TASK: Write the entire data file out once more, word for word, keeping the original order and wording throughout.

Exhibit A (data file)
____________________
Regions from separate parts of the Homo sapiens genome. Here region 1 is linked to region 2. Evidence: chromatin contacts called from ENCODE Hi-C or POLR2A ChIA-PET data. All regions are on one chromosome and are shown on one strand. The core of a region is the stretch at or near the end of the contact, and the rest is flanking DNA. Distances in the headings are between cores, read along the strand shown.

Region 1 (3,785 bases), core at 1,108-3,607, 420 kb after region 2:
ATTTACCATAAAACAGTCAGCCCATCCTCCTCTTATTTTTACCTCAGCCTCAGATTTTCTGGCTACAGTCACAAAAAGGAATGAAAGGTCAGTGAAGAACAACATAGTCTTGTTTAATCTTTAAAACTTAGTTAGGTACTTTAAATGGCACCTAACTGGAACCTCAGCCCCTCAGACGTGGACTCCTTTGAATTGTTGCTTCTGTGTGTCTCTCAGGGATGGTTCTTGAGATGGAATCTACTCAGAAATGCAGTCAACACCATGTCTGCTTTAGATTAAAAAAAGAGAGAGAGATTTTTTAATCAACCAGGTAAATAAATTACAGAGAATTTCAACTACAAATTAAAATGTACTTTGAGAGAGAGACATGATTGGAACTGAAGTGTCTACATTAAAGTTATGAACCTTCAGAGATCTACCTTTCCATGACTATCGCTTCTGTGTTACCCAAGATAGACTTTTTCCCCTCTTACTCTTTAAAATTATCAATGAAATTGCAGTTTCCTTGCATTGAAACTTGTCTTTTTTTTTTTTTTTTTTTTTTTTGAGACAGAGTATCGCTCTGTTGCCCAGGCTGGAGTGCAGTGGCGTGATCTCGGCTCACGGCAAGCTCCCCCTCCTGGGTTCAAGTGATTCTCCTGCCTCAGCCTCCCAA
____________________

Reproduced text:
Regions from separate parts of the Homo sapiens genome. Here region 1 is linked to region 2. Evidence: chromatin contacts called from ENCODE Hi-C or POLR2A ChIA-PET data. All regions are on one chromosome and are shown on one strand. The core of a region is the stretch at or near the end of the contact, and the rest is flanking DNA. Distances in the headings are between cores, read along the strand shown.

Region 1 (3,785 bases), core at 1,108-3,607, 420 kb after region 2:
ATTTACCATAAAACAGTCAGCCCATCCTCCTCTTATTTTTACCTCAGCCTCAGATTTTCTGGCTACAGTCACAAAAAGGAATGAAAGGTCAGTGAAGAACAACATAGTCTTGTTTAATCTTTAAAACTTAGTTAGGTACTTTAAATGGCACCTAACTGGAACCTCAGCCCCTCAGACGTGGACTCCTTTGAATTGTTGCTTCTGTGTGTCTCTCAGGGATGGTTCTTGAGATGGAATCTACTCAGAAATGCAGTCAACACCATGTCTGCTTTAGATTAAAAAAAGAGAGAGAGATTTTTTAATCAACCAGGTAAATAAATTACAGAGAATTTCAACTACAAATTAAAATGTACTTTGAGAGAGAGACATGATTGGAACTGAAGTGTCTACATTAAAGTTATGAACCTTCAGAGATCTACCTTTCCATGACTATCGCTTCTGTGTTACCCAAGATAGACTTTTTCCCCTCTTACTCTTTAAAATTATCAATGAAATTGCAGTTTCCTTGCATTGAAACTTGTCTTTTTTTTTTTTTTTTTTTTTTTTGAGACAGAGTATCGCTCTGTTGCCCAGGCTGGAGTGCAGTGGCGTGATCTCGGCTCACGGCAAGCTCCCCCTCCTGGGTTCAAGTGATTCTCCTGCCTCAGCCTCCCAA